However, as he argues against what he calls “Pictures Under Glass” technology, I can’t help but feel like he’s dramatizing the situation. It’s true that even advanced haptic feedback from a phone doesn’t match the type of feedback and sensation you get from grabbing a book or lifting up a glass of water.
It’s interesting to think about all the different ways that we grip things and use our hands with ordinary objects, but it’s very hard to replicate those things with small, portable devices. Think about the linear, tactile, and audible click that comes with using a keyboard. Larger, stationary devices offer more options for physical feedback than a cell phone does.
We can create more advanced forms of interaction, but that raises other questions and concerns.
I’m very interested in the idea of interactions responding to more than just hands. It would be interesting if the technology that tracks eye movements or the movements of other limbs became more common. There’s a lot of potential and it’s worth thinking about how we could really revolutionize the ways we interact with technology rather than just swiping on a screen, but right now, screens are primarily what we have to work with.
Victor does shed light on an issue, but he doesn’t provide any solutions. That is essentially the typical purpose of a rant though, so who are we to say that he didn’t succeed at what he set out to do?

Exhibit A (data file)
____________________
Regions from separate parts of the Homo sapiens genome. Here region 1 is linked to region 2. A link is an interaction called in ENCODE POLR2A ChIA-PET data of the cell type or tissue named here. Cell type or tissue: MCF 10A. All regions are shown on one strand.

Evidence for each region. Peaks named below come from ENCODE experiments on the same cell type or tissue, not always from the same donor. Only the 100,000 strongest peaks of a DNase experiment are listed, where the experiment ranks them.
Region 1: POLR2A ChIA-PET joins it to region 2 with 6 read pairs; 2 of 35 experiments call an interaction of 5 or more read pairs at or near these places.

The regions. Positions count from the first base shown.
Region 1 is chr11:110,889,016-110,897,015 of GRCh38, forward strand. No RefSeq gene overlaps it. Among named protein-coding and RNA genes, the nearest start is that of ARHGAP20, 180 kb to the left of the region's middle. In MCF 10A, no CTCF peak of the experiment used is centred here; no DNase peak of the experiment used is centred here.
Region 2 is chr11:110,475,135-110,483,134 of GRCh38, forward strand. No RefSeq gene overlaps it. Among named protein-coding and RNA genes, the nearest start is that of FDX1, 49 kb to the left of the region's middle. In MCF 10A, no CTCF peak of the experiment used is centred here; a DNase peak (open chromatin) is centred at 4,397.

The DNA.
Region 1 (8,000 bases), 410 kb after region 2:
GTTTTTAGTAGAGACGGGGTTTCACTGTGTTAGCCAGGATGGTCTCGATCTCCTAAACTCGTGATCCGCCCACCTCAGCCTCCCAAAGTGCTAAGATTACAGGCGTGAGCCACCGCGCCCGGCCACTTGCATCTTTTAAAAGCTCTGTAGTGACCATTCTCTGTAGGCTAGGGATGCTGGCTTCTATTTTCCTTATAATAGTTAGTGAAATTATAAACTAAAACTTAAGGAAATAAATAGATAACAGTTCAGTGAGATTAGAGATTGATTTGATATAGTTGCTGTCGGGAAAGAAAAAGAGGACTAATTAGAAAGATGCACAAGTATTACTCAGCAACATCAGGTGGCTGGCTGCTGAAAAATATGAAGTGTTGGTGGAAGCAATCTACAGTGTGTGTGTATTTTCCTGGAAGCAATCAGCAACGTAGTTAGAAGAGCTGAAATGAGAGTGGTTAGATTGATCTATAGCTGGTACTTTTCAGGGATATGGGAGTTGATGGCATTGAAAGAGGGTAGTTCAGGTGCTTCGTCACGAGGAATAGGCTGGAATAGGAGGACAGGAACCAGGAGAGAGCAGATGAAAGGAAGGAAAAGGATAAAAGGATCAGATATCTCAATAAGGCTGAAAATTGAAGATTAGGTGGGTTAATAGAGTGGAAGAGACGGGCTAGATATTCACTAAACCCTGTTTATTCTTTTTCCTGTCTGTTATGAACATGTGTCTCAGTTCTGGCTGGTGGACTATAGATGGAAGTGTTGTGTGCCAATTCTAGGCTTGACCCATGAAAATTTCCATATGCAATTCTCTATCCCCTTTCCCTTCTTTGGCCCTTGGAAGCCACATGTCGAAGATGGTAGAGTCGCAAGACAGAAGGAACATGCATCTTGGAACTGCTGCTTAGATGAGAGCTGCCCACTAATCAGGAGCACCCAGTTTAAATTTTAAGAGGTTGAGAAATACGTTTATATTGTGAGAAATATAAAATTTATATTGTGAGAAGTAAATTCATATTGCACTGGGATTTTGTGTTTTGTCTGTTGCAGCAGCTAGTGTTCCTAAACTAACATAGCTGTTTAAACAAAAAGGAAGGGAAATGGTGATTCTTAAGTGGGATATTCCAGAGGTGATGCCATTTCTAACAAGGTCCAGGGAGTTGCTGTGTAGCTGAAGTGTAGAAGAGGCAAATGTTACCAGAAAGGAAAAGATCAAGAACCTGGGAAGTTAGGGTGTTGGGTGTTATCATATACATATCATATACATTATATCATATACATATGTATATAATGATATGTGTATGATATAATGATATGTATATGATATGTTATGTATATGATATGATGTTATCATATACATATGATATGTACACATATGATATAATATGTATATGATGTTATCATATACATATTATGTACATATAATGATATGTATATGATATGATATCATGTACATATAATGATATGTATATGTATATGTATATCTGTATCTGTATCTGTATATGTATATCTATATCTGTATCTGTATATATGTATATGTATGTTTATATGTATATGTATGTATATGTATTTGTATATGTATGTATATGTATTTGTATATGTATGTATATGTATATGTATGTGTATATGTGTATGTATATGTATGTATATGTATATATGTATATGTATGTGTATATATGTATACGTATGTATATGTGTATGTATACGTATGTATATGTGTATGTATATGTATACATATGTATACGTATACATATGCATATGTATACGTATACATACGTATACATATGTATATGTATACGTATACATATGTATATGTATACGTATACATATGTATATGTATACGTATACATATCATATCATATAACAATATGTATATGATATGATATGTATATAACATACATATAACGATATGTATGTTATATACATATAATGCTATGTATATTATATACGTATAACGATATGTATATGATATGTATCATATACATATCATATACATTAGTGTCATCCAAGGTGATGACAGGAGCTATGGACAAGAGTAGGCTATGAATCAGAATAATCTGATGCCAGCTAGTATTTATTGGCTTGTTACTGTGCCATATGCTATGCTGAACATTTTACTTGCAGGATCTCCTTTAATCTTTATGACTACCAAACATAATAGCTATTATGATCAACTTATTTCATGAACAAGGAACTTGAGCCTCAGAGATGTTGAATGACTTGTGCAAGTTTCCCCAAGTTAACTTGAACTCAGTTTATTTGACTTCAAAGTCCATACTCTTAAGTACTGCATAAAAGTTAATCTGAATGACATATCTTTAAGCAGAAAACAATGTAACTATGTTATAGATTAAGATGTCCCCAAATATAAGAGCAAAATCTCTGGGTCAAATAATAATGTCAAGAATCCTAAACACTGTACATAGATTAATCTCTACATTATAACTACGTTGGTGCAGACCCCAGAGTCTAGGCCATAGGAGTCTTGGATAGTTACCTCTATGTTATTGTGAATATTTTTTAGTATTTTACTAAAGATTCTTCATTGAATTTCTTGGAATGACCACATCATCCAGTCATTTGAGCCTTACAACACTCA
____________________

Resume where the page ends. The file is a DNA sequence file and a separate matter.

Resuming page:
While reading through his response to a lot of the common comments he got on his original rant, it did feel like he was back peddling a little bit on a lot of the things he initially was very assertive about. He’s calling for different types of interaction, which is valid and needed in the world, but he also expresses concerns about things like brain interfaces. I almost chuckled at that part of his response. We’re now in a time where Elon Musk’s Neuralink technology is actually raising a lot of moral and ethical questions about this exact type of technology.
I’m excited and curious to see how interaction design evolves because it is a complicated and nuanced field of study. It’s vital that we think about accessibility and that we strive to design systems that are easy to use, functional, and efficient.
Things are changing rapidly and the need to think about interaction design. While we might be skipping over things companies once theorized would become mainstream, like smart glasses, there are lots of other new technologies emerging every year. But if we want to use those tools efficiently, we need to come up with interaction designs that work.